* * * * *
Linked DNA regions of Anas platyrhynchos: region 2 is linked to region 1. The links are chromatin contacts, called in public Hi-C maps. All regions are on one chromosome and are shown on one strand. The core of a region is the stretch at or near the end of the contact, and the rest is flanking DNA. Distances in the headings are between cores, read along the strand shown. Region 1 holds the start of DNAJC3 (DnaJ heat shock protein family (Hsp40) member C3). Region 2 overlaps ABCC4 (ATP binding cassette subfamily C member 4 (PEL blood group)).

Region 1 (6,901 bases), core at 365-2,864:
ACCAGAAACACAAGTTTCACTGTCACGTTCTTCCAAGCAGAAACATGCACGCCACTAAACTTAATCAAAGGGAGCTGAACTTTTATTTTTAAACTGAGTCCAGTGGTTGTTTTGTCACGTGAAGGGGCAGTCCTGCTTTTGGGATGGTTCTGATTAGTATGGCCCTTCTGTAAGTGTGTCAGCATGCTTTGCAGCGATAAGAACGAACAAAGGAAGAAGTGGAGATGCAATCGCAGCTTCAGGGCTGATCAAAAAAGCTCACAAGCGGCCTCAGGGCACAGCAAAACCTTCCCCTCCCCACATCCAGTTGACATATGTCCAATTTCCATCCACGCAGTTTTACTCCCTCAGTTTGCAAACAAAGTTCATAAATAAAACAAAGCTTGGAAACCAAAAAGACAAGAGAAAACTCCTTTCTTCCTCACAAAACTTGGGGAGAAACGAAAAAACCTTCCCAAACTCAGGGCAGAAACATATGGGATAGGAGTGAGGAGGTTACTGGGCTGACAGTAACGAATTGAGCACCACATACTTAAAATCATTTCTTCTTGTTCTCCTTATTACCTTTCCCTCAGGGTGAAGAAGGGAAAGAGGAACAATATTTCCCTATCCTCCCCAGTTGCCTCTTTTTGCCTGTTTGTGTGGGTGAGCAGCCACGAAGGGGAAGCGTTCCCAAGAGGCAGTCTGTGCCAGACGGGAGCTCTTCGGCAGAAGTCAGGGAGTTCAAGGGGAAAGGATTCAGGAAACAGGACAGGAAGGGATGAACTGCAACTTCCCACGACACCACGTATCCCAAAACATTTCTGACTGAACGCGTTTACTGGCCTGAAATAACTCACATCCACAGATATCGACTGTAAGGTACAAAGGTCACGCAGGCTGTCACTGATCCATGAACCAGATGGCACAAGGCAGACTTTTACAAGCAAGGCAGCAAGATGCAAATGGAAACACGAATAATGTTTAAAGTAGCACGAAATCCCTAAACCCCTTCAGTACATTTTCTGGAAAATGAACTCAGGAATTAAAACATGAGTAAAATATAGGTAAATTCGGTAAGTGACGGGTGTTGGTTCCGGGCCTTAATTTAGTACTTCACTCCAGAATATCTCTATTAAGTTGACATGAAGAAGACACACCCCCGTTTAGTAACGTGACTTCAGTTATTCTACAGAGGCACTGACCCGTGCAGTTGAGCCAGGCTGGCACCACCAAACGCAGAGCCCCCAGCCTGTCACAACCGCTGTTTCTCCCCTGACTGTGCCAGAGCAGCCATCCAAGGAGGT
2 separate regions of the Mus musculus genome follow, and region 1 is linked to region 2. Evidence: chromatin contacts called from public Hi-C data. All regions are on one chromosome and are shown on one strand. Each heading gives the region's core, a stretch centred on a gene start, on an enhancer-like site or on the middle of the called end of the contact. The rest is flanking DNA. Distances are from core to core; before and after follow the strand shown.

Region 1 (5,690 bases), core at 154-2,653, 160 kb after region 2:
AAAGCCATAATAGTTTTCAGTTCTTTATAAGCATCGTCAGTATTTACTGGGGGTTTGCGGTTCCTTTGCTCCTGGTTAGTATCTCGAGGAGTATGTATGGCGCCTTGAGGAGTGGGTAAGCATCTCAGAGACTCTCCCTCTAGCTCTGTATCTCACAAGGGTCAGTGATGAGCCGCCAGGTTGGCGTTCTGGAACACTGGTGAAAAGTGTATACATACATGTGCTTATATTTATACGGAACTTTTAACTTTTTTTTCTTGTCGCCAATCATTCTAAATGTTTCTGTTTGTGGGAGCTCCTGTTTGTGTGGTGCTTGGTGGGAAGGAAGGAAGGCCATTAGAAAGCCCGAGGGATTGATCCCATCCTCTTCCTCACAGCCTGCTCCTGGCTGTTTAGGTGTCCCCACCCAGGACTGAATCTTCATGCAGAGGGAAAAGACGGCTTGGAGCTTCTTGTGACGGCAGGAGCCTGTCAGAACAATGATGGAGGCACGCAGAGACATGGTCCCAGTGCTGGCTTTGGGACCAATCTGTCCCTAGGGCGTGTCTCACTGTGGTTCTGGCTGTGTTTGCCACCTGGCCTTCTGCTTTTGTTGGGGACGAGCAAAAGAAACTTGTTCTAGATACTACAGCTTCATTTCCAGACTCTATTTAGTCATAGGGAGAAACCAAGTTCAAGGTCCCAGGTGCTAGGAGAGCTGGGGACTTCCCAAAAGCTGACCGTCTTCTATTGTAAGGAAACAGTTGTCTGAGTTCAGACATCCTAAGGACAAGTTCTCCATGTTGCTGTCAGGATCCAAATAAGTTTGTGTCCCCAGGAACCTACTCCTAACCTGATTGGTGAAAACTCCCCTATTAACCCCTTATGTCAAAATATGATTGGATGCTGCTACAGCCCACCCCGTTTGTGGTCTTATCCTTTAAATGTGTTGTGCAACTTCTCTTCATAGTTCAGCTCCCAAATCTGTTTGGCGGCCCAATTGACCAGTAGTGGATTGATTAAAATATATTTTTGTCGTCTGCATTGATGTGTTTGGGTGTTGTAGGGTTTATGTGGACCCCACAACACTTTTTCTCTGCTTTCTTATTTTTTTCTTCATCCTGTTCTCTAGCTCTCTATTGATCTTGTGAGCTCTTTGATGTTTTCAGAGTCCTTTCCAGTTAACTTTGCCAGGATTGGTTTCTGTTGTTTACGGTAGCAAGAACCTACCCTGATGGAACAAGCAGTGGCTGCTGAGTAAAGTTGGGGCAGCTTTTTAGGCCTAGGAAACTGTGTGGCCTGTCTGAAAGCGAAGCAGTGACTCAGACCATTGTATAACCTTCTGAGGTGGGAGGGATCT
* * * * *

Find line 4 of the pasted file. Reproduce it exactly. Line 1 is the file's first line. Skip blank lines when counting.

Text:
2 separate regions of the Mus musculus genome follow, and region 1 is linked to region 2. Evidence: chromatin contacts called from public Hi-C data. All regions are on one chromosome and are shown on one strand. Each heading gives the region's core, a stretch centred on a gene start, on an enhancer-like site or on the middle of the called end of the contact. The rest is flanking DNA. Distances are from core to core; before and after follow the strand shown.